New Breed: The Future of Australian Dance

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In an era in which performing arts venues and companies are closing down at a rate of knots due to lack of funding, it is comforting to see that some patrons are investing in the future of Australian theatre and dance, lending support to the development of new choreographic talent. This is the purpose of New Breed, a contemporary dance collaboration of Sydney Dance Company and Carriageworks, supported by the Balnaves Foundation, which showcases new works by emerging, independent Australian choreographers.

Artistic Director of Sydney Dance Company, Rafael Bonachela, says that when he reflects on his career, he is grateful for the chance he was given as a young artist to transition from dancer to choreographer, and is delighted to now be able to provide others, reminiscent of his young self, with the invaluable opportunity and the necessary resources to explore their ambition and work with other talented artists to create and present their ideas.

2015 marks the second year of this extraodinary initiative, welcoming four brilliant young choreographers with four innovative, original works, which Bonachela himself was involved in hand-selecting, and which he describes as “truly exceptional pieces.”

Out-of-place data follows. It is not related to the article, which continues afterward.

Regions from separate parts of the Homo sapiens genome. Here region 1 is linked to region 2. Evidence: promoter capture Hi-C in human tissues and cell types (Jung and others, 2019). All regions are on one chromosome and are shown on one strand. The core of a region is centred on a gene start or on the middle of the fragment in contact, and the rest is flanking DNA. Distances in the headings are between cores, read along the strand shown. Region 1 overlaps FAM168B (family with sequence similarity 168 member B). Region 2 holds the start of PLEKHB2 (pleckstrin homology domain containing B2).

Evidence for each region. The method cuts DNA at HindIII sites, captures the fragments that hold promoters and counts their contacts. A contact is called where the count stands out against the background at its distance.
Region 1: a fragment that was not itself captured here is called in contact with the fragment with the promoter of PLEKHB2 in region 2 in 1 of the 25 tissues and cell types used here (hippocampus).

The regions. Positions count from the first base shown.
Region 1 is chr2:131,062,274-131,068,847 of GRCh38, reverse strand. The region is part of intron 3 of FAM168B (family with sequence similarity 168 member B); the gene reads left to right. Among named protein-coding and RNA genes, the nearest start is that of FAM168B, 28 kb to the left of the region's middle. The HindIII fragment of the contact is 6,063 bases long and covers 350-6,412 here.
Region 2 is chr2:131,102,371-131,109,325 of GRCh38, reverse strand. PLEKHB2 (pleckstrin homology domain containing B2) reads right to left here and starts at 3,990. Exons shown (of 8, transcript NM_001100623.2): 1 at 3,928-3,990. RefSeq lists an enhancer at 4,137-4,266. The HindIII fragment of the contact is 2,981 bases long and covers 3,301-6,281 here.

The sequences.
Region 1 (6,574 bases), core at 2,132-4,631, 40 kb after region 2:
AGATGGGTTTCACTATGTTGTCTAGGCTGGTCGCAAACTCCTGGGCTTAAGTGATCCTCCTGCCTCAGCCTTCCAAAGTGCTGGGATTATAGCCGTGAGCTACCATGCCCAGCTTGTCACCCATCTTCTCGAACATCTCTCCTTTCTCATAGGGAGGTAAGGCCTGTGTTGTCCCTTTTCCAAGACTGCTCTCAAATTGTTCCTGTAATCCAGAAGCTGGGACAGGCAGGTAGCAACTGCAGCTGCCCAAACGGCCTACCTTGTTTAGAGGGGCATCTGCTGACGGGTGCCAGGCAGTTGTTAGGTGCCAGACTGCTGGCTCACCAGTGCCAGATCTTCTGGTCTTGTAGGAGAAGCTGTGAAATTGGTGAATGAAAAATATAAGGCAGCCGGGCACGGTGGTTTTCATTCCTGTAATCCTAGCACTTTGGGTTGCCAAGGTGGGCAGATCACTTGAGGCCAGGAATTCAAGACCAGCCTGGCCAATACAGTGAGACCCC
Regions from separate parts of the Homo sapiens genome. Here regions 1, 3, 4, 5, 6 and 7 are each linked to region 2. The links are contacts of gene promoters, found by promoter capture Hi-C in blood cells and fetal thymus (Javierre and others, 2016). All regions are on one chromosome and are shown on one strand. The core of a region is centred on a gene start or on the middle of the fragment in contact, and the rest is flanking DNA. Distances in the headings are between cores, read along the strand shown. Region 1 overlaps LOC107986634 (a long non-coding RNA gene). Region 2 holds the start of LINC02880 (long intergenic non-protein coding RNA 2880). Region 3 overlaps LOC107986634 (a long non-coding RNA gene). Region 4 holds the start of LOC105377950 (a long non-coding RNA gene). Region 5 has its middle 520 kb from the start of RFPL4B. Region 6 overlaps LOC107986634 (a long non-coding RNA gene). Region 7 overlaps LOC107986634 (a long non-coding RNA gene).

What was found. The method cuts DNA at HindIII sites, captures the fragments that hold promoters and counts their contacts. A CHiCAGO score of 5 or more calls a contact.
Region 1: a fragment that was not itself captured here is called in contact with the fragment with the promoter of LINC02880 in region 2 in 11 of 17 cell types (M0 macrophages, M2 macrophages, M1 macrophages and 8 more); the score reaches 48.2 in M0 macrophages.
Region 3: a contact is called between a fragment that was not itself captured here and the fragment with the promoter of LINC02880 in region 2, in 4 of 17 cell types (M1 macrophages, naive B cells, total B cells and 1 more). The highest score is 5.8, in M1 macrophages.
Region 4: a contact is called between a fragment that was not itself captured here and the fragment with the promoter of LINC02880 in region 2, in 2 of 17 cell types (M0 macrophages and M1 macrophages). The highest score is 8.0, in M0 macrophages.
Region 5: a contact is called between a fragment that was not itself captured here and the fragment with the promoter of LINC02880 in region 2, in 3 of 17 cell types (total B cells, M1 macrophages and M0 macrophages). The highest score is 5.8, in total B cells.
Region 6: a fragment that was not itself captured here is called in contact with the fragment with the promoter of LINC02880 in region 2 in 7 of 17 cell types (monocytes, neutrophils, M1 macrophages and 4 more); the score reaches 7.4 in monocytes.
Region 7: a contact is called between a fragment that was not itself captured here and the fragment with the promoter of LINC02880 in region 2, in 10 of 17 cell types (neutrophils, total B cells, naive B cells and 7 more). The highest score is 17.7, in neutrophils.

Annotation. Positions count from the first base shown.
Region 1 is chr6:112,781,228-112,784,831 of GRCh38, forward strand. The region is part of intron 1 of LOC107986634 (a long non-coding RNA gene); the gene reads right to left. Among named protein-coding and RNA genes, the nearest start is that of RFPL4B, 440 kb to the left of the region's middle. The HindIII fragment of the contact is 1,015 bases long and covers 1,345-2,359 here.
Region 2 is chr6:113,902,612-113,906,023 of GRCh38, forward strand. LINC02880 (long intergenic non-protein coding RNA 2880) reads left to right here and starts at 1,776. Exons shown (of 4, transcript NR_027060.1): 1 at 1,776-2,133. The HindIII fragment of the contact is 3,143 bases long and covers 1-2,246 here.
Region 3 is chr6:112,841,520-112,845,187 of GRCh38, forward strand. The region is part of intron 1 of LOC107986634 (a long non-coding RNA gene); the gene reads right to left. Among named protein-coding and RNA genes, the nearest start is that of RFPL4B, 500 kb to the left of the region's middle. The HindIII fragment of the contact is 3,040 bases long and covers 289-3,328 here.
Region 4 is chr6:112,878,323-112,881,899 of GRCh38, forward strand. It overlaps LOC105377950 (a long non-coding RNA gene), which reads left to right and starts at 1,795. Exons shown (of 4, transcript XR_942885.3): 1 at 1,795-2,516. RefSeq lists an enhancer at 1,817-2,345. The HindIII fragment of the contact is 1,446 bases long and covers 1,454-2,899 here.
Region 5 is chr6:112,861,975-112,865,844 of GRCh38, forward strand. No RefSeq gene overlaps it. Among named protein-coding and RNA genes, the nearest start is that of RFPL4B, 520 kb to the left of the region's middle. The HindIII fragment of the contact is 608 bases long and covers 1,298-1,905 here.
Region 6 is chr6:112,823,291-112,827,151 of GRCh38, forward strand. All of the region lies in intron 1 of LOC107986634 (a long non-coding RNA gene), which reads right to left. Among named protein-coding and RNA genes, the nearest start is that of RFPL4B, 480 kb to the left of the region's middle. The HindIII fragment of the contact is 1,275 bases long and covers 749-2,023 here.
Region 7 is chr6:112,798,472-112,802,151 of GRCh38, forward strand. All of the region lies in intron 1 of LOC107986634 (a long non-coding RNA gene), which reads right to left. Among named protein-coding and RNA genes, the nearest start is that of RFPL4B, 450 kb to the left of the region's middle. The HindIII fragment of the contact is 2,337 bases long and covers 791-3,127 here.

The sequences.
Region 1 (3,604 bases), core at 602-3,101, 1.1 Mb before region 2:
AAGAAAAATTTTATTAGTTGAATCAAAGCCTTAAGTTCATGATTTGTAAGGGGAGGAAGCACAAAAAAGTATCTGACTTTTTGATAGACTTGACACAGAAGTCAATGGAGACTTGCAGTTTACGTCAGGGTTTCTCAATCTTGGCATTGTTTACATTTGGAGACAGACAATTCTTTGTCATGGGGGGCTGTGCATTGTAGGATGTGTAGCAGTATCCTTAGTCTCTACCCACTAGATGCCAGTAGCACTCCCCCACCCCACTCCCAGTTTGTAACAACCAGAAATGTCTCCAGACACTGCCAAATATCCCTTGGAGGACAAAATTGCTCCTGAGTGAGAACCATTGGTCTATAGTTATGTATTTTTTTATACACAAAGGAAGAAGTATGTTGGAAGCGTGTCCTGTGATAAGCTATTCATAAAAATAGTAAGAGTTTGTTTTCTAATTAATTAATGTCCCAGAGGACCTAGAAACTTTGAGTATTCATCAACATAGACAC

That they are. Derived, by Bernard Knauer, is the entreé of the night’s banquet. It is a short, sharp burst of energy, an eight-minute exploration of movement, set to the rich, dark duet of double bass and cello, composed by Knauer’s father and performed by his brother. With the help of some very effective light and shadow, the awkward, distorted, undulating gestures of the solo, duo and trio dancers are wild, almost mad, at a height of intense, unmitigated urgency, from beginning to end. Knauer hopes the audience is satisfied with appreciating the work as it is, rather than attempting to understand it or give it any particular meaning. Either way, it certainly impresses and whets the appetite for what’s to come.